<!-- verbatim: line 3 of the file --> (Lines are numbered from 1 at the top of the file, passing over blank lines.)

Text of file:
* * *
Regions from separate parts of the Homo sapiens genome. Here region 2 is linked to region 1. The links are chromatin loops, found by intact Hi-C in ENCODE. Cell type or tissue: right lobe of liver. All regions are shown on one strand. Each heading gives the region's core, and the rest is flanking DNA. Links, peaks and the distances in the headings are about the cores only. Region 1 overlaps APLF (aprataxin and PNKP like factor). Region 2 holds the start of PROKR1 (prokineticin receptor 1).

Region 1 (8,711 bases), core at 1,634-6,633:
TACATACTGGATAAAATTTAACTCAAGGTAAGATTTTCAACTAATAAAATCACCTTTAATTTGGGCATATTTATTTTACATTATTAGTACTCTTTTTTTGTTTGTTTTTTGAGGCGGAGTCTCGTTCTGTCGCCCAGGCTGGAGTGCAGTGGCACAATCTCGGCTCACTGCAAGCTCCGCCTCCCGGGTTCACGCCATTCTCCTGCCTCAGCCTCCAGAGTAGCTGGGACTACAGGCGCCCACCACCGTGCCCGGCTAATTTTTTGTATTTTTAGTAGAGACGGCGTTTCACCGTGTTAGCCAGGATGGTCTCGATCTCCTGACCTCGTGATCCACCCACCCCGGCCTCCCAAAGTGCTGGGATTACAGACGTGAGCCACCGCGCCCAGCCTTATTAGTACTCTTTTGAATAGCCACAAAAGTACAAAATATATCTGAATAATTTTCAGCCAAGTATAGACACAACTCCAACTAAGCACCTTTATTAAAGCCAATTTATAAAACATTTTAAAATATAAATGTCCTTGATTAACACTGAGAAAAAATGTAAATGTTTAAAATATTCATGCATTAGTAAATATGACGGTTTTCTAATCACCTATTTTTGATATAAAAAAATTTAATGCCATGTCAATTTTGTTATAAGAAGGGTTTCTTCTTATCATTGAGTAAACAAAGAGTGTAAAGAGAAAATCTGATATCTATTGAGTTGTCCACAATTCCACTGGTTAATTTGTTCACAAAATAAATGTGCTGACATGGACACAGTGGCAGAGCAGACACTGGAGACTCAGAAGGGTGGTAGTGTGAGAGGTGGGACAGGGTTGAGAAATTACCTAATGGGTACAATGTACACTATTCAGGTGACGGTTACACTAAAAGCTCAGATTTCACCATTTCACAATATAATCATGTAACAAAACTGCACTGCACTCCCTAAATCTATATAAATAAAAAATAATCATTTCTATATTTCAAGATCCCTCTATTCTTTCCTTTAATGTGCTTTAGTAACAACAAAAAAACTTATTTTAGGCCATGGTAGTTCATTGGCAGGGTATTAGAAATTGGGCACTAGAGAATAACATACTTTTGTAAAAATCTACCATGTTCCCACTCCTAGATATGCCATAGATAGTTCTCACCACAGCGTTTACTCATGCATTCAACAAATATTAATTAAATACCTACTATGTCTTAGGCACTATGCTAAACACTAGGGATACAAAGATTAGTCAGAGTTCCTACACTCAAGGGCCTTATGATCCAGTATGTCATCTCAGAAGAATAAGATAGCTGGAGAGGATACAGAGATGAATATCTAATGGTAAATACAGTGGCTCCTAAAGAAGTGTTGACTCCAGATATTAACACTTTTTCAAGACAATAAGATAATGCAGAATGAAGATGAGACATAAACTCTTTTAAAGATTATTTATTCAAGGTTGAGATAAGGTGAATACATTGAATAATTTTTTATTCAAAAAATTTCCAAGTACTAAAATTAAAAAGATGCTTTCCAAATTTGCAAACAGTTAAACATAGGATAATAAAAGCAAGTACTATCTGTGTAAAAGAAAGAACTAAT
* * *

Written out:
TACATACTGGATAAAATTTAACTCAAGGTAAGATTTTCAACTAATAAAATCACCTTTAATTTGGGCATATTTATTTTACATTATTAGTACTCTTTTTTTGTTTGTTTTTTGAGGCGGAGTCTCGTTCTGTCGCCCAGGCTGGAGTGCAGTGGCACAATCTCGGCTCACTGCAAGCTCCGCCTCCCGGGTTCACGCCATTCTCCTGCCTCAGCCTCCAGAGTAGCTGGGACTACAGGCGCCCACCACCGTGCCCGGCTAATTTTTTGTATTTTTAGTAGAGACGGCGTTTCACCGTGTTAGCCAGGATGGTCTCGATCTCCTGACCTCGTGATCCACCCACCCCGGCCTCCCAAAGTGCTGGGATTACAGACGTGAGCCACCGCGCCCAGCCTTATTAGTACTCTTTTGAATAGCCACAAAAGTACAAAATATATCTGAATAATTTTCAGCCAAGTATAGACACAACTCCAACTAAGCACCTTTATTAAAGCCAATTTATAAAACATTTTAAAATATAAATGTCCTTGATTAACACTGAGAAAAAATGTAAATGTTTAAAATATTCATGCATTAGTAAATATGACGGTTTTCTAATCACCTATTTTTGATATAAAAAAATTTAATGCCATGTCAATTTTGTTATAAGAAGGGTTTCTTCTTATCATTGAGTAAACAAAGAGTGTAAAGAGAAAATCTGATATCTATTGAGTTGTCCACAATTCCACTGGTTAATTTGTTCACAAAATAAATGTGCTGACATGGACACAGTGGCAGAGCAGACACTGGAGACTCAGAAGGGTGGTAGTGTGAGAGGTGGGACAGGGTTGAGAAATTACCTAATGGGTACAATGTACACTATTCAGGTGACGGTTACACTAAAAGCTCAGATTTCACCATTTCACAATATAATCATGTAACAAAACTGCACTGCACTCCCTAAATCTATATAAATAAAAAATAATCATTTCTATATTTCAAGATCCCTCTATTCTTTCCTTTAATGTGCTTTAGTAACAACAAAAAAACTTATTTTAGGCCATGGTAGTTCATTGGCAGGGTATTAGAAATTGGGCACTAGAGAATAACATACTTTTGTAAAAATCTACCATGTTCCCACTCCTAGATATGCCATAGATAGTTCTCACCACAGCGTTTACTCATGCATTCAACAAATATTAATTAAATACCTACTATGTCTTAGGCACTATGCTAAACACTAGGGATACAAAGATTAGTCAGAGTTCCTACACTCAAGGGCCTTATGATCCAGTATGTCATCTCAGAAGAATAAGATAGCTGGAGAGGATACAGAGATGAATATCTAATGGTAAATACAGTGGCTCCTAAAGAAGTGTTGACTCCAGATATTAACACTTTTTCAAGACAATAAGATAATGCAGAATGAAGATGAGACATAAACTCTTTTAAAGATTATTTATTCAAGGTTGAGATAAGGTGAATACATTGAATAATTTTTTATTCAAAAAATTTCCAAGTACTAAAATTAAAAAGATGCTTTCCAAATTTGCAAACAGTTAAACATAGGATAATAAAAGCAAGTACTATCTGTGTAAAAGAAAGAACTAAT